The controversy over Hollywood racism that reached a high point at this year’s Oscar ceremony affects all people of color, including Asian Americans. For Asian Americans, whitewashing our stories and treating yellowface as acceptable lead to the misrepresentation and marginalization of our communities. Failing to include Asian American actors in movies also leaves money on the table, diminishing the ability of filmmakers to appeal to diverse audiences both in the United States and worldwide.
The coalition urges Hollywood to follow in the footsteps of box office successes that have sought authenticity, inclusion and diversity such as Disney’s “The Jungle Book” (2016) and “Big Hero 6,” Justin Lin’s “The Fast and the Furious” films, and Kathleen Kennedy’s contributions to the “Star Wars” film franchise. We also applaud leaders like J.J. Abrams, whose Bad Robot Productions company is instituting diversity policies in its operations and hiring practices.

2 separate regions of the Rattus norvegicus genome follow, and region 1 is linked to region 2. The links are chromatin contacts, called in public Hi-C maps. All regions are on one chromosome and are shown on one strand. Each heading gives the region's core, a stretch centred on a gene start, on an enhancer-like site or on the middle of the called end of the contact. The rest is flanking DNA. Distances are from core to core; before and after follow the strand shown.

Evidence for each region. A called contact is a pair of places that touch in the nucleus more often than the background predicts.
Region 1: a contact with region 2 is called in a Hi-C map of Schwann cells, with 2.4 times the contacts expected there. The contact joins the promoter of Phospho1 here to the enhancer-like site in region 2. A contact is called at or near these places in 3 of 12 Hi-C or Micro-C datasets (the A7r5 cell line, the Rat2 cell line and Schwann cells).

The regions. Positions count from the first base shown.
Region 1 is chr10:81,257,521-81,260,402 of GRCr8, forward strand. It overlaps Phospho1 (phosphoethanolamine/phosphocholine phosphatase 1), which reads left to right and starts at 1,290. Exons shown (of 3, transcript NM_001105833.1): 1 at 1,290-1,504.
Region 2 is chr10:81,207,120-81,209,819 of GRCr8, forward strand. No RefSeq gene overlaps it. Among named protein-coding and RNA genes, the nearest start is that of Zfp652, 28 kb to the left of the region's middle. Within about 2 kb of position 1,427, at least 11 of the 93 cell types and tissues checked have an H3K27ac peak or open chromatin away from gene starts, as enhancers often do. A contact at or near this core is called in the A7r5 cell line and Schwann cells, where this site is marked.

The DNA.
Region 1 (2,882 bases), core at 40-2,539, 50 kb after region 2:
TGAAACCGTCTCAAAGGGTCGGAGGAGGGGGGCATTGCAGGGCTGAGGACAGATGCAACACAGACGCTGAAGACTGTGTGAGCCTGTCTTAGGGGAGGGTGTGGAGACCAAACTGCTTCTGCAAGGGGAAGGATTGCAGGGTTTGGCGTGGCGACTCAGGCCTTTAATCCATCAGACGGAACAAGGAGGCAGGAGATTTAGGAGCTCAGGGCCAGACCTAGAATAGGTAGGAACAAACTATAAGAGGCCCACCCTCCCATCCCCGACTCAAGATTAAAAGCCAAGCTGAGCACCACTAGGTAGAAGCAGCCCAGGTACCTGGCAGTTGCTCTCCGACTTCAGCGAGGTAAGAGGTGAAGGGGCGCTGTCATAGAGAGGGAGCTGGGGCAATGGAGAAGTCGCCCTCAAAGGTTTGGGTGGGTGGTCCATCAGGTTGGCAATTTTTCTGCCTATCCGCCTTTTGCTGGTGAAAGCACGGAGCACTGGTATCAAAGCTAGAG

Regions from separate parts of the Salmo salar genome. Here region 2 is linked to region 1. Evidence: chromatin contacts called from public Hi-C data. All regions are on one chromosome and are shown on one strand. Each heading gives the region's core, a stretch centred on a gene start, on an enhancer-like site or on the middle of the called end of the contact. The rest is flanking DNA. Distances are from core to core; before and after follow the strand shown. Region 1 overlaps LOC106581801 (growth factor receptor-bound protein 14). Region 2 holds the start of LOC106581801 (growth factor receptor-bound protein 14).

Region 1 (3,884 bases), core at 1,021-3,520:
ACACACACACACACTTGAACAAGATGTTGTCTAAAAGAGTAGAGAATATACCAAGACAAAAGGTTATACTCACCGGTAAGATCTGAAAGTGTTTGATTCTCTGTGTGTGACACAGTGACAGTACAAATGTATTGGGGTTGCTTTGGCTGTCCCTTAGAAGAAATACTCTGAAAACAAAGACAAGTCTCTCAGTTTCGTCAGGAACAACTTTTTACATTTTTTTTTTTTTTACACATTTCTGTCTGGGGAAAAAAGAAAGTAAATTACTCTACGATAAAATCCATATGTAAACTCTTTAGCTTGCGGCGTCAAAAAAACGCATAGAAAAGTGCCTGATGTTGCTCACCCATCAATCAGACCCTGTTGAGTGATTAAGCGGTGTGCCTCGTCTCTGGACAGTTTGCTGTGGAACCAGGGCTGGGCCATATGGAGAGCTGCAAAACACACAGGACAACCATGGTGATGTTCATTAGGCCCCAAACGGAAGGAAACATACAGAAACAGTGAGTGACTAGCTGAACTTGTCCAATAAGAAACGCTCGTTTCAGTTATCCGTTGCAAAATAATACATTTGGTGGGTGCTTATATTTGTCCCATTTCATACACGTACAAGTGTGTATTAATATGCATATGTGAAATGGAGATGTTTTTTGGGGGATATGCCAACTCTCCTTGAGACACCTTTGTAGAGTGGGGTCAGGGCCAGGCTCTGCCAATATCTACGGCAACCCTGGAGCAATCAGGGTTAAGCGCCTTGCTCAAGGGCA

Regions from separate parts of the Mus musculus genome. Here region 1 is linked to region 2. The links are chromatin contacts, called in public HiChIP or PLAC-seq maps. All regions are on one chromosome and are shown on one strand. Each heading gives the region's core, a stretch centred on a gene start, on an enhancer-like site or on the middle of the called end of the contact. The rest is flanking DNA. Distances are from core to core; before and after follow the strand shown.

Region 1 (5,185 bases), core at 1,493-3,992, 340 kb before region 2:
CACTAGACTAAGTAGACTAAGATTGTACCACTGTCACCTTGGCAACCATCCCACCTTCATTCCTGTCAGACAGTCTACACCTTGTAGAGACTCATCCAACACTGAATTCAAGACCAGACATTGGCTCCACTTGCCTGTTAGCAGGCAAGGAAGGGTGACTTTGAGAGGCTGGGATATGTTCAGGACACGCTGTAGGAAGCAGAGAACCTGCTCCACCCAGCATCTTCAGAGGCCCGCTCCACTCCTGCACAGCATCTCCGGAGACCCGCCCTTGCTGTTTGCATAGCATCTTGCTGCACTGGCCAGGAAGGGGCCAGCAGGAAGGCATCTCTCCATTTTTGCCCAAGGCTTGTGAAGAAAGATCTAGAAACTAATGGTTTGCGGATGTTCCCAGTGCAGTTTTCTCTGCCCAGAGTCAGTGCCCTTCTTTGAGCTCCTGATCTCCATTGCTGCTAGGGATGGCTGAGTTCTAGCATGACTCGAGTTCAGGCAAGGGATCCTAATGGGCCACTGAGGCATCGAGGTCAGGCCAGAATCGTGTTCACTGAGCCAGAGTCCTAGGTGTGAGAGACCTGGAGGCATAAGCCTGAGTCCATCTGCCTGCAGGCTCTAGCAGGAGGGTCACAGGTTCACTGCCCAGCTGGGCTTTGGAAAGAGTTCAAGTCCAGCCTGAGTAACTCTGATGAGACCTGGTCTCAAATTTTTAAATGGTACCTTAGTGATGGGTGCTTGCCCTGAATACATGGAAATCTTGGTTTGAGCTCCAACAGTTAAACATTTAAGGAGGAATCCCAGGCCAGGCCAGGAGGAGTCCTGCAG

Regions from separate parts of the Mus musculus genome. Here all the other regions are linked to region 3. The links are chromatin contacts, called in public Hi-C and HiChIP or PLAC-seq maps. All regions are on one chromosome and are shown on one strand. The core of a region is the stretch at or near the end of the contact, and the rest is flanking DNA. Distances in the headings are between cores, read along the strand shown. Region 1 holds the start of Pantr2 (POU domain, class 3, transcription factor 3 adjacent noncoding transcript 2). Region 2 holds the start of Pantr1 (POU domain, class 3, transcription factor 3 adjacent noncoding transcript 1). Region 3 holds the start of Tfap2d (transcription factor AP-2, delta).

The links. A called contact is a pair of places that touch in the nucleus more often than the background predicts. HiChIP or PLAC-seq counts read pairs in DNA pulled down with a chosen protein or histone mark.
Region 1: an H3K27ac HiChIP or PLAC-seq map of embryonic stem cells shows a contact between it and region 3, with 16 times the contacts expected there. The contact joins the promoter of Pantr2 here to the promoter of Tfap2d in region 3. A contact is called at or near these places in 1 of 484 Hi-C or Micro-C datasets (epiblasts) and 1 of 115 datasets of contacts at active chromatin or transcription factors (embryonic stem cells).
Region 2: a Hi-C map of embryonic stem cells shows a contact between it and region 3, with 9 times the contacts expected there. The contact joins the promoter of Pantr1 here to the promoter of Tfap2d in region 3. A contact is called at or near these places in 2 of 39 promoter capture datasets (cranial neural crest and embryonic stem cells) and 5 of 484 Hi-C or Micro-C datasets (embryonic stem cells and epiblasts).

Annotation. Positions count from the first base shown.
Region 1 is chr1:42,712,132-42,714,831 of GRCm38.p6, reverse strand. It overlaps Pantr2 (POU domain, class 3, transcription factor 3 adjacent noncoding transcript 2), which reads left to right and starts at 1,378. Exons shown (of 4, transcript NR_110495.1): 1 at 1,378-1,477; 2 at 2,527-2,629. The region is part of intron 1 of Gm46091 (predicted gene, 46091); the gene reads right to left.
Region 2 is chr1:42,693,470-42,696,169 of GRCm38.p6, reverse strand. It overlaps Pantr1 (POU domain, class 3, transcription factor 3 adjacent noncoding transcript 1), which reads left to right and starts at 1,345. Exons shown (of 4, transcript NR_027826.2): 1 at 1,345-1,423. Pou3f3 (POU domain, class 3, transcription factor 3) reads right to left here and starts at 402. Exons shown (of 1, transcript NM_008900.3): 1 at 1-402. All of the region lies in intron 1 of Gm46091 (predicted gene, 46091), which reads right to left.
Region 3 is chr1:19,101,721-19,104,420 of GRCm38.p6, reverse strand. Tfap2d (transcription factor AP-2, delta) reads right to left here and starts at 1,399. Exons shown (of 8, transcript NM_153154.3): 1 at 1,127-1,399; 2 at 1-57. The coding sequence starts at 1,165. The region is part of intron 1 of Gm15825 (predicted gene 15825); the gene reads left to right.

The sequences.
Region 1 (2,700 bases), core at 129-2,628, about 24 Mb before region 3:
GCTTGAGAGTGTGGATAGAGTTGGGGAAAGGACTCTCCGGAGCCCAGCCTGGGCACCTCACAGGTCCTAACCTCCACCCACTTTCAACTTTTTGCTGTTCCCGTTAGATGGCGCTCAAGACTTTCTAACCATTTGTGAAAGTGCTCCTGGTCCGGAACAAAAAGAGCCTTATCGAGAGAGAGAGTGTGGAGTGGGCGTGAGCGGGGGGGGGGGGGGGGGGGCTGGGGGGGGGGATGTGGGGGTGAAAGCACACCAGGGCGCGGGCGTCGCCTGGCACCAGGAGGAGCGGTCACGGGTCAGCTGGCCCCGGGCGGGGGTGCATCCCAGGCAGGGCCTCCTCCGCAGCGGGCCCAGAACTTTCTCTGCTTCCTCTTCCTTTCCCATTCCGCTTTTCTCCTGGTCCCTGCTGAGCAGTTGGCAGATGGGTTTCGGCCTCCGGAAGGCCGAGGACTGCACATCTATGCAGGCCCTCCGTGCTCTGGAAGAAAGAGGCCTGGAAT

With people of color becoming the majority in America in a generation (according to census data), let’s work together to end the practice of whitewashing, which reduces opportunities for Asian American actors, contributes to the continued erasure of images of our community, generates inauthentic portrayals, and ultimately limits studios’ potential for financial success.
The Asian Pacific American Media Coalition has agreements with ABC, CBS, Fox and NBC committing them to work to increase diversity on-screen and behind the camera. APAMC members include such organizations as the Asian American Justice Center, East West Players, Japanese American Citizens League, Media Action Network for Asian Americans, National Federation of Filipino American Associations, OCA-Asian Pacific American Advocates, Sikh American Legal Defense and Education Fund, and Visual Communications.